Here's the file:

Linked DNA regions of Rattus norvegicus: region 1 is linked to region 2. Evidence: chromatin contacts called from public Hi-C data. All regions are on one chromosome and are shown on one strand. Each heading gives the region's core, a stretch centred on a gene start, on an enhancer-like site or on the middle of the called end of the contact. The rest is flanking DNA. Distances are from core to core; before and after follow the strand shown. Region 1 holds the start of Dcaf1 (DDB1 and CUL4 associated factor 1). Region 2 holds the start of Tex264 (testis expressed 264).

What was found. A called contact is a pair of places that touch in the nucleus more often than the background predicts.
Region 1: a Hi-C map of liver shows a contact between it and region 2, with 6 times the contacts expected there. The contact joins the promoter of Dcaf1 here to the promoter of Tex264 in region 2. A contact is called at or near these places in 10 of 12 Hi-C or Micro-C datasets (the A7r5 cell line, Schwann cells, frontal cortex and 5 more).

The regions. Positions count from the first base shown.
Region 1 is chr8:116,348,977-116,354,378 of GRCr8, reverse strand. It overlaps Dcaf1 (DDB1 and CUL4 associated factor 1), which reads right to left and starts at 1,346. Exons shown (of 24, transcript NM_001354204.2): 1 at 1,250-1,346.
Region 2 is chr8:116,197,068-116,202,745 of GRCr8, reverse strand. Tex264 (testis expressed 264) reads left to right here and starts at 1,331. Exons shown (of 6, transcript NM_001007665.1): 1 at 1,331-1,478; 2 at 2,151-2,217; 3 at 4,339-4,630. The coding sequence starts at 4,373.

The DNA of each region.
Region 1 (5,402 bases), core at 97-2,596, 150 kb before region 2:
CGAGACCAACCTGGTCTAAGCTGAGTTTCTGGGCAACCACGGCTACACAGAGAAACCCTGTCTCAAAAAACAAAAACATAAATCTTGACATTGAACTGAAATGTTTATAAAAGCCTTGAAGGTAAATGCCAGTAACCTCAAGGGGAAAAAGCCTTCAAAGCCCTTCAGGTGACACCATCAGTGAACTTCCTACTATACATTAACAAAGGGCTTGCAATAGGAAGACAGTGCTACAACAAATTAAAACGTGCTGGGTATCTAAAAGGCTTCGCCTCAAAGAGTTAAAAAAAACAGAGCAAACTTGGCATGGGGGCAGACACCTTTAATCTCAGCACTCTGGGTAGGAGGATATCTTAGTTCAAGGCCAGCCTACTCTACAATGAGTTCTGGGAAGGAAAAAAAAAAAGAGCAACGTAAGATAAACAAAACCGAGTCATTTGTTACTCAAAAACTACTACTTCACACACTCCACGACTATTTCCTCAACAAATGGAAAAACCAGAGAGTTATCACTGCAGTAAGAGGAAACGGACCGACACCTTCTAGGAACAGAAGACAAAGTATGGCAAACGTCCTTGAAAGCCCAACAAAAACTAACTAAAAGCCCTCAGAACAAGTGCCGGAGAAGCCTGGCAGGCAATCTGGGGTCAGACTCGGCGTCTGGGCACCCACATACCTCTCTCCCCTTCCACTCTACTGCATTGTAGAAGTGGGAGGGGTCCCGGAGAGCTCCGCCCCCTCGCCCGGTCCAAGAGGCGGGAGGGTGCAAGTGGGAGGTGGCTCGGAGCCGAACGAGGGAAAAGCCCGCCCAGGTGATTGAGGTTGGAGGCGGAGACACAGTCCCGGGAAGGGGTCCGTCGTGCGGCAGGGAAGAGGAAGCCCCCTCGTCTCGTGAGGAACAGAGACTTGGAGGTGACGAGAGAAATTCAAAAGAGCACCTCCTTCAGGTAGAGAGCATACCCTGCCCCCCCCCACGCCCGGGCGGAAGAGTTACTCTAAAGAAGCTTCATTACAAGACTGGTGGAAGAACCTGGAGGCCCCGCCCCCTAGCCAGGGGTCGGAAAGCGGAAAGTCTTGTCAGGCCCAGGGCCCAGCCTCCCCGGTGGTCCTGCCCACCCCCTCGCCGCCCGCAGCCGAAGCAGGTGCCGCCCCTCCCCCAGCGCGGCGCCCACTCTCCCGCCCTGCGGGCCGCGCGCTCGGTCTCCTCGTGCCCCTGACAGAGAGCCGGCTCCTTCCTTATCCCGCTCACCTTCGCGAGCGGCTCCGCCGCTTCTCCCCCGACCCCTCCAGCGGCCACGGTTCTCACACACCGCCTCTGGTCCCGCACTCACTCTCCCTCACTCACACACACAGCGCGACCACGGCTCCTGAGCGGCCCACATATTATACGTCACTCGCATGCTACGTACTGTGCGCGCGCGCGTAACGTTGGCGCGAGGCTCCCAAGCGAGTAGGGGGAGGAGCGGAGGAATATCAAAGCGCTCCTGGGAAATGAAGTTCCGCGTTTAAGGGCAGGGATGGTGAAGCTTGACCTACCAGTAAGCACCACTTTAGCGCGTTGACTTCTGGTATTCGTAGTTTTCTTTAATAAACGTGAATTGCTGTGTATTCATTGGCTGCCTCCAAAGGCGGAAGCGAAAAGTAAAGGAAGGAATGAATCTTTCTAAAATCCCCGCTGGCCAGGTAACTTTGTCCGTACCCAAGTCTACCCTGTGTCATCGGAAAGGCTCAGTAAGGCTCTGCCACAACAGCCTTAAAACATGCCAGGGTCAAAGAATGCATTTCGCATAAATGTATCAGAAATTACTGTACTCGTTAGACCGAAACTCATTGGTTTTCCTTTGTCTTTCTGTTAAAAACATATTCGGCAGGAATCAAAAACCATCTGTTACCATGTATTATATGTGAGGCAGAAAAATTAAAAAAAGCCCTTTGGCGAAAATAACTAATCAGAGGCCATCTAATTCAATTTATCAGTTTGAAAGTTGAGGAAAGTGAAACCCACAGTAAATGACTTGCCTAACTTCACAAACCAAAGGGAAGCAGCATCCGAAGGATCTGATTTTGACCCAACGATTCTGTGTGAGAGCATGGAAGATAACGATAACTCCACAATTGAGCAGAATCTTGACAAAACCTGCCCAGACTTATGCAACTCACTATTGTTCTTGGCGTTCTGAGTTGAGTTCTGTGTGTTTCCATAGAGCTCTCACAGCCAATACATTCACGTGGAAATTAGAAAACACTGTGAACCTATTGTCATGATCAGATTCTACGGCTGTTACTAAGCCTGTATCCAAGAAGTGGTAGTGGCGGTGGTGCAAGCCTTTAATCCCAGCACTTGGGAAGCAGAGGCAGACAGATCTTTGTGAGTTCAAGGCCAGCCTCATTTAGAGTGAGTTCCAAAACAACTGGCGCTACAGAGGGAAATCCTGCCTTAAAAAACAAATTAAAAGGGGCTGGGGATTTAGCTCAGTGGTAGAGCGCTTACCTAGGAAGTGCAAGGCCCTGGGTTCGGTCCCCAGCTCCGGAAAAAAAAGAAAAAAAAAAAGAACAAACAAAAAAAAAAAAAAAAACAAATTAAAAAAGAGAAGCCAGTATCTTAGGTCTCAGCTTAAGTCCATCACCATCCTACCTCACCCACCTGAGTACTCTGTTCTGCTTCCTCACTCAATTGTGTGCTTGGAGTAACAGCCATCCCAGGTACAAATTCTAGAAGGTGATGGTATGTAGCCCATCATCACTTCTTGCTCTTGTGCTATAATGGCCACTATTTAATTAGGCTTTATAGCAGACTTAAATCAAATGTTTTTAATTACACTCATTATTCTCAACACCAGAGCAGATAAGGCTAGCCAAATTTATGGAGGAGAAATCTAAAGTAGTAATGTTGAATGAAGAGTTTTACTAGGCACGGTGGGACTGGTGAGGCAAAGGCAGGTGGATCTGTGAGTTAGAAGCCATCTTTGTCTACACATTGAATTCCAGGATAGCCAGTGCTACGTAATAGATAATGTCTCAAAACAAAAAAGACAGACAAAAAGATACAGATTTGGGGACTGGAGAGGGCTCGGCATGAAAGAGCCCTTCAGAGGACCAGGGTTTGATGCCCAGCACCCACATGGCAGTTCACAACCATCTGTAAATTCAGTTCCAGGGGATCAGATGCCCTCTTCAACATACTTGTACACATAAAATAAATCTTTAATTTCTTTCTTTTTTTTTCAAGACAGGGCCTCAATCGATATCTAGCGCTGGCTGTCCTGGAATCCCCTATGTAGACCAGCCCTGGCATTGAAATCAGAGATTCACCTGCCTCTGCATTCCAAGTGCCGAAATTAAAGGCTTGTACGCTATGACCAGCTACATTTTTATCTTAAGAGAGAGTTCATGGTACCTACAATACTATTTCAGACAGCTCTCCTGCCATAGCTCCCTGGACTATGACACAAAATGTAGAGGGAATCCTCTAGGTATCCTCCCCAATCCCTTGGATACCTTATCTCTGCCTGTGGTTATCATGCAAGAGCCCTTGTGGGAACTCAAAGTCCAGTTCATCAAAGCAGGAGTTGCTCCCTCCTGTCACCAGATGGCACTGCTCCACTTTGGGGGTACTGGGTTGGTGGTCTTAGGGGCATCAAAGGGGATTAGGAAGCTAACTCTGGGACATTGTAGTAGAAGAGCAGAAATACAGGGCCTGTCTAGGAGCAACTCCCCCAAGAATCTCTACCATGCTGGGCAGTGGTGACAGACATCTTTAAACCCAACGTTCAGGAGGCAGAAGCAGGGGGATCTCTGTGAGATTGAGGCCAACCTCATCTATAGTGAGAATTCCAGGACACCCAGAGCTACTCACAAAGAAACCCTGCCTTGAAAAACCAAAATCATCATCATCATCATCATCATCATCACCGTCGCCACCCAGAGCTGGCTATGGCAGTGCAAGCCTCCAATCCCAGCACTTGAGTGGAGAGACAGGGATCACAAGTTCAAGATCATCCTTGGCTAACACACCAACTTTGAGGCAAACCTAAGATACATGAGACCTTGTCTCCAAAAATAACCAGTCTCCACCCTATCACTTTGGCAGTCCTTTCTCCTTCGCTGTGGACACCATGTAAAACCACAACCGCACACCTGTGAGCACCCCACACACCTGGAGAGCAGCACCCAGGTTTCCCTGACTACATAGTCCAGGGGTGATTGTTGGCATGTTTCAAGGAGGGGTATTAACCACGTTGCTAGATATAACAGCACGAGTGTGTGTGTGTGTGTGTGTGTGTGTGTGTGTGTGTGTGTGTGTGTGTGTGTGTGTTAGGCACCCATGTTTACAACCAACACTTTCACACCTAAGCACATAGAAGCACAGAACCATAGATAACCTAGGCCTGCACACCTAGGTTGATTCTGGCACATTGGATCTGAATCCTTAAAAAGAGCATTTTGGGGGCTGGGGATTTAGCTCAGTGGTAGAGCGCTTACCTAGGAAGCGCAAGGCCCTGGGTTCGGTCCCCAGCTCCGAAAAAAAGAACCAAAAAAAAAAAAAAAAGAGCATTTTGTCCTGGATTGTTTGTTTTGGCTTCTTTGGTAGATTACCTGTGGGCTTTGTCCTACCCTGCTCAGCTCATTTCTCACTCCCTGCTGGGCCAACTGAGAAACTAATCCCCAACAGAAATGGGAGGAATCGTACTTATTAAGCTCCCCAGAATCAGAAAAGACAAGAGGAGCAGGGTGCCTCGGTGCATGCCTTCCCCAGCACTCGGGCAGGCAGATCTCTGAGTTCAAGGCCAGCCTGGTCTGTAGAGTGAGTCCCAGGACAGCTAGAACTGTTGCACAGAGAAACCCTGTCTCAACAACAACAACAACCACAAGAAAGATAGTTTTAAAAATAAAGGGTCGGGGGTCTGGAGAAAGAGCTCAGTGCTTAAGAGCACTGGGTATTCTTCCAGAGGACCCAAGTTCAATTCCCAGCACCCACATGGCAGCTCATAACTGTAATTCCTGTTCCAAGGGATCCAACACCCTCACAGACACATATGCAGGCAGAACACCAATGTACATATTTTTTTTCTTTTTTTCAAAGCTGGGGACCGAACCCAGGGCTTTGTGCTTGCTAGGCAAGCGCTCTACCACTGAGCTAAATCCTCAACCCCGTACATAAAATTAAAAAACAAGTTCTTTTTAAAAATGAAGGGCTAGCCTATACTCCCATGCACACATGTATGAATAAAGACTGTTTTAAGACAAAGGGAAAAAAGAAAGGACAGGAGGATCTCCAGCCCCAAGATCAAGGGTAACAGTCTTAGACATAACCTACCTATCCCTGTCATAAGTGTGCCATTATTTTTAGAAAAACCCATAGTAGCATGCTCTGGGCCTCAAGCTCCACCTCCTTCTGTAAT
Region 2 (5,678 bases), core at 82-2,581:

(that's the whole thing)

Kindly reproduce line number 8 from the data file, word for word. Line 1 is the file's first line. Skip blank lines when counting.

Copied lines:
Region 1 (5,402 bases), core at 97-2,596, 150 kb before region 2: